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Originally published Saturday, July 14, 2012 at 5:59 PM

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Letters of S.C. soldier killed in Vietnam come home

Four letters from a courageous South Carolina soldier who tried to tell his family about the fearsome battles that raged around him in Vietnam were returned to his family Saturday, some 40 years after he was killed.

The Associated Press

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COLUMBIA, S.C. — Four letters from a courageous South Carolina soldier who tried to tell his family about the fearsome battles that raged around him in Vietnam were returned to his family Saturday, some 40 years after he was killed.

Military representatives of the Army's 101st Airborne Division presented the letters from Sgt. Steve Flaherty, of Columbia, to his uncle Kenneth Cannon and sister-in-law Martha Gibbons during a ceremony at the state's memorial honoring Vietnam veterans.

Flaherty was killed in combat in Vietnam in 1969. Vietnamese soldiers took the letters after Flaherty's death. They were turned over to Defense Secretary Leon Panetta last month when he visited Vietnam.

"It's a miracle these letters have shown up after all this time," Cannon said, taking a peek into the envelope that held the missives.

Gibbons, 73, said the family decided to donate the letters to a South Carolina military museum that is planning an exhibit honoring the nearly 1,000 South Carolinians who died in the conflict.

Cannon said he'd been able to read some excerpts from the letters that had been released by the Pentagon, in which Flaherty spoke of the carnage his unit experienced and his own fear and determination.

"I felt bullets going past me," Flaherty wrote, according to the excerpts. "I have never been so scared in my life."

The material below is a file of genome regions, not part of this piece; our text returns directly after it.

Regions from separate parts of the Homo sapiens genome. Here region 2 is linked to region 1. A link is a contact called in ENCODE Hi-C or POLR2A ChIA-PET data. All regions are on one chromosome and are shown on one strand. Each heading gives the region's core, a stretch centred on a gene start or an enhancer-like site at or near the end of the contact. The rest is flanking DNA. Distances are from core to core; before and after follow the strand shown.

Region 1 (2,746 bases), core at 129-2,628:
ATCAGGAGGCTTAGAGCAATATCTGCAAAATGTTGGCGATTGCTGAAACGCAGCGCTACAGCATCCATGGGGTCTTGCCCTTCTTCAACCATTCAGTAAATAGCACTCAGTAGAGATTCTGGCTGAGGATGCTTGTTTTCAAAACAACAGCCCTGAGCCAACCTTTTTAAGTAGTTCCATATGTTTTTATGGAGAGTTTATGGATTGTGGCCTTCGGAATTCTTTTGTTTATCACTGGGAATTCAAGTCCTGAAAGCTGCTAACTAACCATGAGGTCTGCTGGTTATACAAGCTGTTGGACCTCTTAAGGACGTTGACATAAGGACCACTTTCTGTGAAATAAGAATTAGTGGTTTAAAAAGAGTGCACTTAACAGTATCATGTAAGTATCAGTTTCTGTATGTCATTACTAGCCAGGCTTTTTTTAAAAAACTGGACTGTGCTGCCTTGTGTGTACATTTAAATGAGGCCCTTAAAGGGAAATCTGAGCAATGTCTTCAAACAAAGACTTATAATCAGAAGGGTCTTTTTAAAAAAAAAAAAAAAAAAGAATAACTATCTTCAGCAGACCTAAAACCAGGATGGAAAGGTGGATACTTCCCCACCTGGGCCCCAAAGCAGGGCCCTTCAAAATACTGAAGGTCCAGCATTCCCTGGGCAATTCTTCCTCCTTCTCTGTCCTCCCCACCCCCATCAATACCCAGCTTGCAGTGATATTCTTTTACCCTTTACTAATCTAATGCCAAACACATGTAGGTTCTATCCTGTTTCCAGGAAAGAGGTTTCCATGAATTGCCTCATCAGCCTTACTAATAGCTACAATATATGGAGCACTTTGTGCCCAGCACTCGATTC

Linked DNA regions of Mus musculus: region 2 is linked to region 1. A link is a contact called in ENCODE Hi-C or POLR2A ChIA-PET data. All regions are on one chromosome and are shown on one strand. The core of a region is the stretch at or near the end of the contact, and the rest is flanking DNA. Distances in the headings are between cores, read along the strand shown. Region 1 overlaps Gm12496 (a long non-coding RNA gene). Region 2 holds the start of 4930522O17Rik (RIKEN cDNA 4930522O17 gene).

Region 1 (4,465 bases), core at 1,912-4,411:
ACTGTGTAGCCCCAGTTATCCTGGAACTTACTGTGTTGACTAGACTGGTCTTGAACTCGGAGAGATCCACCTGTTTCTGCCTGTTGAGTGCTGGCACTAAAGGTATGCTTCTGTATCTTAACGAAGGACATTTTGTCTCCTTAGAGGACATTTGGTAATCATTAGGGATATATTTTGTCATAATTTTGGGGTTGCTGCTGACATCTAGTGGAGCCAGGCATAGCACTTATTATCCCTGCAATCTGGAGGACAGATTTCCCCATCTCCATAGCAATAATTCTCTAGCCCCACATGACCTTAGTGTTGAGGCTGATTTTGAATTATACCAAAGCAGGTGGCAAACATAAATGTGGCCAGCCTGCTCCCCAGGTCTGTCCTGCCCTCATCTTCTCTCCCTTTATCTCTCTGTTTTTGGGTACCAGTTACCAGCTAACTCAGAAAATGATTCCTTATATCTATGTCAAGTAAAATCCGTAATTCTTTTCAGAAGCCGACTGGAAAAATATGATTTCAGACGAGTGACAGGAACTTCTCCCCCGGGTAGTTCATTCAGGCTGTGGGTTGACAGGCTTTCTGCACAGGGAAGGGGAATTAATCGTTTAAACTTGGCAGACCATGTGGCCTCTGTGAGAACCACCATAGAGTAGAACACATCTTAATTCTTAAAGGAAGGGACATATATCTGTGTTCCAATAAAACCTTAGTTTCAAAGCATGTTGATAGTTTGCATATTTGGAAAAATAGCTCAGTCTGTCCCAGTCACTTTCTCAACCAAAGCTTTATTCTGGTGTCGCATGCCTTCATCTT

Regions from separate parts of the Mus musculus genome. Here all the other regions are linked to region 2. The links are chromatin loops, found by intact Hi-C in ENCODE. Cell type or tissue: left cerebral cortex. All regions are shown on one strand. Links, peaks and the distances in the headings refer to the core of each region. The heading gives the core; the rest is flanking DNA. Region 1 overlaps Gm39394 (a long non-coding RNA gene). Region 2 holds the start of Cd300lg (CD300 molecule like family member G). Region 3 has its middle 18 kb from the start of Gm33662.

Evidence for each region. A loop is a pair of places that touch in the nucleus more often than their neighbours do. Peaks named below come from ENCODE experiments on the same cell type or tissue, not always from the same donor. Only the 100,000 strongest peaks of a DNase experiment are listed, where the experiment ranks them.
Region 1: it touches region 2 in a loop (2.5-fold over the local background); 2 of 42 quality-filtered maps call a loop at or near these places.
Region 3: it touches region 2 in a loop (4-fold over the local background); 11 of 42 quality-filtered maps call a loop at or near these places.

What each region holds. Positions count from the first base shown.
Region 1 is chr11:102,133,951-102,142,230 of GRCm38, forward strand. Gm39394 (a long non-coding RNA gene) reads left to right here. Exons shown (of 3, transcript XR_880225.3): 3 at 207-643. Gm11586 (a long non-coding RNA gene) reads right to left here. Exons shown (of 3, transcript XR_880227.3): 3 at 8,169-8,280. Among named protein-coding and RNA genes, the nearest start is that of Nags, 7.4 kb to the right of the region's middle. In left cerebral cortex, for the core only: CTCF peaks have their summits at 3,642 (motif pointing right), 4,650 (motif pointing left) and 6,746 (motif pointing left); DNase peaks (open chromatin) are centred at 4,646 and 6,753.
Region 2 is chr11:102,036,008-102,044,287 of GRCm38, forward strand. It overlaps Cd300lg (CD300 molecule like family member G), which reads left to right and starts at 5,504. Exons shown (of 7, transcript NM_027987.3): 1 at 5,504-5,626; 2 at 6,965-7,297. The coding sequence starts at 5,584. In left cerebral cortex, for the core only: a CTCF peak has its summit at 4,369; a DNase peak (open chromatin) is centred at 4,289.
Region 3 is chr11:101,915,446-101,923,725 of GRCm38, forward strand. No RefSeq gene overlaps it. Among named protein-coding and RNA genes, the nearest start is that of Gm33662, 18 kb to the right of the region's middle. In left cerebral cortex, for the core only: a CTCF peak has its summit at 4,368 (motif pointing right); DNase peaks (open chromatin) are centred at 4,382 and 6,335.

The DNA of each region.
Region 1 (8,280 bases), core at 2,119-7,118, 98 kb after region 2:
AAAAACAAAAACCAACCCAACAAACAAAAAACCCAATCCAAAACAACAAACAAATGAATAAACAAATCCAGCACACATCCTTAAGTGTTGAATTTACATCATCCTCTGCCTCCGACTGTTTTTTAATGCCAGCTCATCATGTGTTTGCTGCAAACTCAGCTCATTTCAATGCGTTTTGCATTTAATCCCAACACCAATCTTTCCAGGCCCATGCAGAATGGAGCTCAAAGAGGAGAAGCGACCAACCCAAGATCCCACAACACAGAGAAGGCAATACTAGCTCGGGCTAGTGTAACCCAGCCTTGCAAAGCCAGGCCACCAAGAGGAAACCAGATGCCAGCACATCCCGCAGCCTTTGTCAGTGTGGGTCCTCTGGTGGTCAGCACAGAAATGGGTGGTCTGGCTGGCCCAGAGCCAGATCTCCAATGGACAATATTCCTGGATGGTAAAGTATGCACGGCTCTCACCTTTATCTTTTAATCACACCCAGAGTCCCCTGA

The young soldier said his unit "took in lots of casualties and death," adding, "we dragged more bodies of dead and wounded than I can ever want to forget."

Flaherty wrote at one point that a "sweet card" he had gotten "made my miserable day a much better one, but I don't think I will ever forget the bloody fight we are having. ... RPG rockets and machine guns really tore my rucksack."

By 1969, the war had sharply divided Americans back home, but Flaherty wrote he still believed in the mission.

"This is a dirty and cruel war but I'm sure people will understand the purpose of this war even though many of us might not agree," he wrote.

Cannon and representatives of the Army said Flaherty had been born in Japan and was adopted by his South Carolina family at the age of 9, after living in an orphanage dedicated to help children born to Japanese mothers and U.S. military fathers.

Flaherty grew into a stellar student and athlete, even getting an offer from the Cincinnati Reds to join their major league baseball team, Cannon said.

"It's regrettable he died so young. He's history now, he made history," Cannon said.

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